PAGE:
Was never a fan of the OSI model. It seemed to be at odds with everything and everyone. No, no, it should be like THIS dammit!!

      1. Roland6 Silver badge

        The OSI reference model was good navigational and educational aid and hence has relevant today. Personally, it would be good to review and update based on 40+ years of experience, where we have moved beyond telnet, file transfer and email.

        The objectives OSI were good and the Internet does embody these.

        The OSI services and protocols were well thought through, but at times the “absolutists” and need to accommodate differing vendors viewpoints was irritating and ultimately tainted OSI. interestingly, some of the newer (ie. Post circa 1990) work on the Internet Protocol Suite either originated in OSI or has benefited from tools developed to support OSI standards development.

    3. Primus Secundus Tertius

      Now forgotten

      It is a lesson in history to see how the IBM System Network Architecture (SNA) and the Digital Equipment Corporation Decnet are now forgotten. In Tanenbaum 1st edition they were the major players.

      1. brimstone

        Re: Now forgotten

        Yes, much networking going on inside IBM before the (WWW) 'internet' - I recall (limited) 'email' on RETAIN in 1976 and the easier email and messaging between worldwide users on VM systems in the early 80s!

        1. abend0c4 Silver badge

          Re: Now forgotten

          "messaging between worldwide users on VM "

          I was going to say that only IBM could come up with an e-mail solution so weird that it involved redirecting your virtual card punch to someone else's virtual card reader via the spooling subsystem, but it would be unfair to the people who came up with UUCP.

          1. Roland6 Silver badge

            Re: Now forgotten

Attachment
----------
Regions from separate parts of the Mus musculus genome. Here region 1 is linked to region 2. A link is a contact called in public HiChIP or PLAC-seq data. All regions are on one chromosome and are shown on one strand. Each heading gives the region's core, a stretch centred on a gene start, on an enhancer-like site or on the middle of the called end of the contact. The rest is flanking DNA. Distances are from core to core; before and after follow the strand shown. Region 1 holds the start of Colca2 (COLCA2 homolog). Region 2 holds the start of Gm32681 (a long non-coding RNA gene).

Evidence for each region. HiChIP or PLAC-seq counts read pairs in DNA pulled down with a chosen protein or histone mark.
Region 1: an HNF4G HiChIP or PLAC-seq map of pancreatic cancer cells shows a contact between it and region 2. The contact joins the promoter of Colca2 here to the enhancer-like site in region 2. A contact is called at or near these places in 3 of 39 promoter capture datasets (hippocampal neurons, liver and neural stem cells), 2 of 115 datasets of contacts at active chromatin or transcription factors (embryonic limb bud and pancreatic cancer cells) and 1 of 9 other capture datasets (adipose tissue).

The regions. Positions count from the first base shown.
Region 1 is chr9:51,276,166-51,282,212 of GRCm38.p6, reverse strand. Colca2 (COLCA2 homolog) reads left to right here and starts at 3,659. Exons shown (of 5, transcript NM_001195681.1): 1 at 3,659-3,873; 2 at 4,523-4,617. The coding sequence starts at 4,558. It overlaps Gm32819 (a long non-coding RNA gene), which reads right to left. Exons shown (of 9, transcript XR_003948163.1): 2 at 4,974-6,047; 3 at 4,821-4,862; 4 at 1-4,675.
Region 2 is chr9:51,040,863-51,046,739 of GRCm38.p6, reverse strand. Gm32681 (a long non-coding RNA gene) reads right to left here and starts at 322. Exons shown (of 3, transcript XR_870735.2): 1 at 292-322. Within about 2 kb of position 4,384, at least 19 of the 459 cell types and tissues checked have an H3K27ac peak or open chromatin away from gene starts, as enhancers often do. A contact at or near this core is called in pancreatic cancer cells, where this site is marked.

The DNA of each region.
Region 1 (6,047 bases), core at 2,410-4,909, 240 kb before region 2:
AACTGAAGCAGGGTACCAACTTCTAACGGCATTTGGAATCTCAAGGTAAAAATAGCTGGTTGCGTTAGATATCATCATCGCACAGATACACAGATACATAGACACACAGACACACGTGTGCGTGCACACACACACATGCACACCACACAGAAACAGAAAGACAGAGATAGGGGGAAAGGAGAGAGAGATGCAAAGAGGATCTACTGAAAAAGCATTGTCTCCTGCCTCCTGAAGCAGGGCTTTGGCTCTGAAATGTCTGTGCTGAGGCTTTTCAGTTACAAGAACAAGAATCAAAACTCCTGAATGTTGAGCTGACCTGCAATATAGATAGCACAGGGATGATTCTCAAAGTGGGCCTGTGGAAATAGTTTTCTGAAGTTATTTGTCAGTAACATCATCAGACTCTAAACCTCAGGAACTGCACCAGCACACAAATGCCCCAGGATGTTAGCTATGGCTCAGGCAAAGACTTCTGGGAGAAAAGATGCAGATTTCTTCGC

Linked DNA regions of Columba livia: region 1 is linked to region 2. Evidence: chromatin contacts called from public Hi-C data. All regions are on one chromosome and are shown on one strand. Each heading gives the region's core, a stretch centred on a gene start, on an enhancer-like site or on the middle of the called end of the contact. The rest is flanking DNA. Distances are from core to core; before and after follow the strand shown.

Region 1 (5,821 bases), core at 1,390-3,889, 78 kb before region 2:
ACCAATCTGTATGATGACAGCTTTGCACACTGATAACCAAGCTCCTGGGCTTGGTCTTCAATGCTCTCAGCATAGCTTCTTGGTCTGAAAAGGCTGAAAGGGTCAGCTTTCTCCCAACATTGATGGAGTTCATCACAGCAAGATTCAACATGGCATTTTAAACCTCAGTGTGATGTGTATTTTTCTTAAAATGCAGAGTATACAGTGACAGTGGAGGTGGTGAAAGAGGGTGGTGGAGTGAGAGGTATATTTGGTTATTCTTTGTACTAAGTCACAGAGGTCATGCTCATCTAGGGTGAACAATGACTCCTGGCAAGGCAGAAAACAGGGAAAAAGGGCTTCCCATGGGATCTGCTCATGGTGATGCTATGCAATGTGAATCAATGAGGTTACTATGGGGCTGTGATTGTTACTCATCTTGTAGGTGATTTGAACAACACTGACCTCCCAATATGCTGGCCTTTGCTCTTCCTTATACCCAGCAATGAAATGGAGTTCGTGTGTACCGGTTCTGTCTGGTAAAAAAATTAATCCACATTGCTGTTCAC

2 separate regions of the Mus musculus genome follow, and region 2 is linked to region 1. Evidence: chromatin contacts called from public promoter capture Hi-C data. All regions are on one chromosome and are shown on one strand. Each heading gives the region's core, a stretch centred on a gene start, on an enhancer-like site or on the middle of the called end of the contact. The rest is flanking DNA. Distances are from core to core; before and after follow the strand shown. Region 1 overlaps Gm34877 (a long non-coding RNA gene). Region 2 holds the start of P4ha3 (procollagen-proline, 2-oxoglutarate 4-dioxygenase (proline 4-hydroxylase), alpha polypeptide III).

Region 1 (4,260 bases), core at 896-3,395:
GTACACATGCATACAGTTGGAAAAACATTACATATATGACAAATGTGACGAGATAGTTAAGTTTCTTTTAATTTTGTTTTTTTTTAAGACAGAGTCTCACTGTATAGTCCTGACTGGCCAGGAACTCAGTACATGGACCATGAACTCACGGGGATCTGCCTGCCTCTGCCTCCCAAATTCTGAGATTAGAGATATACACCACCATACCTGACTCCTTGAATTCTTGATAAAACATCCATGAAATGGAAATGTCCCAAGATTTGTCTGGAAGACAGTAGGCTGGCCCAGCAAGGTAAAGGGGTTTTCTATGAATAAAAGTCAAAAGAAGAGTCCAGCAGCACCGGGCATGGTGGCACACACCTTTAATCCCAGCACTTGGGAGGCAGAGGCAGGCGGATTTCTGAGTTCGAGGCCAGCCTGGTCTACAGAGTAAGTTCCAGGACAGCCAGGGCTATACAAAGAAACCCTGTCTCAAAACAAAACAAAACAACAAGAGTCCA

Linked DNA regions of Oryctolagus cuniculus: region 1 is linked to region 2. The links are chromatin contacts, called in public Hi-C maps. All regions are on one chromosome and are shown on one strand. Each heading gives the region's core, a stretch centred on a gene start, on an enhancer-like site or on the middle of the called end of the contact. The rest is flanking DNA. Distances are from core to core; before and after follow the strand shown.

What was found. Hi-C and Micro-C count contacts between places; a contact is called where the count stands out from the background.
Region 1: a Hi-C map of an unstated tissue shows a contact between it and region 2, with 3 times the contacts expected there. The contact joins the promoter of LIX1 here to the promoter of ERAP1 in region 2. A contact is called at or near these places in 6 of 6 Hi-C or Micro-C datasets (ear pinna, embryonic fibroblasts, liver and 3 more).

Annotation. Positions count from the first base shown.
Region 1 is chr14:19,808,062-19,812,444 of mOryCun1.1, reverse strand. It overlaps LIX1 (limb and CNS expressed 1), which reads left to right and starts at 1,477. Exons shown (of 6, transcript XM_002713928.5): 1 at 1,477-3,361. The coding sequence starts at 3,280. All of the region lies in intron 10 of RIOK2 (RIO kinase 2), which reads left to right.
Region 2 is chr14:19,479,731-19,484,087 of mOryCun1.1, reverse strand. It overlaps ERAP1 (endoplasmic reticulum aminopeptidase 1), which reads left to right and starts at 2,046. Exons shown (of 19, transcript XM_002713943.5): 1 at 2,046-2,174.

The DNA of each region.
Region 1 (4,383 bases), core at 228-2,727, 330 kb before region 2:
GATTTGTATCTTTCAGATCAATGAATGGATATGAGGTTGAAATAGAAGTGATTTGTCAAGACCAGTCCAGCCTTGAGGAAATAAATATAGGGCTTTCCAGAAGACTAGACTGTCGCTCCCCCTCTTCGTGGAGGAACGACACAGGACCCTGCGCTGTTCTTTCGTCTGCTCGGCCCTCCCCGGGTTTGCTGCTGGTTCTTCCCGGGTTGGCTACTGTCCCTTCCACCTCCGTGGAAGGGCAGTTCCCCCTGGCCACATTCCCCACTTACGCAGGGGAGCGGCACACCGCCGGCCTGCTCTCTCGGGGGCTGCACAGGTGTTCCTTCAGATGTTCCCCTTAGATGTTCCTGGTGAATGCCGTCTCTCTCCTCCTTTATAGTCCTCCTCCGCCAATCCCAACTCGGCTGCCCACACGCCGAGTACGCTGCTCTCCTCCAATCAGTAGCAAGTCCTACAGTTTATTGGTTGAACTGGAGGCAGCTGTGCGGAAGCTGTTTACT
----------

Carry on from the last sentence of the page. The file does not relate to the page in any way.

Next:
Uucp might have been weird but it did work. Back then it was common to have to deal with the weirdness of differing vendors Unix platforms, where it seemed the only Standard were RS-232 terminal ports…

            1. Down not across

              Re: Now forgotten

              Worked very well indeed. its what I used on Convergent MiniFrame/MegaFrame (running CTIX) with dial up for news and email feed.

            2. Will Godfrey Silver badge
              Angel

              Re: Now forgotten

              I still have a sort of nostalgic fondness for RS232 - simpler times!

              1. jake Silver badge

                Re: Now forgotten

                I use RS-232 daily. No muss and no fuss, it just plain works.

                1. Doctor Syntax Silver badge

                  Re: Now forgotten

                  "No muss and no fuss"

                  Not once you've sorted things out with the breakout box & determined what flow control and parity are being used.

                  IME there's no sort of computer interconnection where muss and fuss can't be introduced given enough determination and lateral thinking.

                  1. jake Silver badge

                    Re: Now forgotten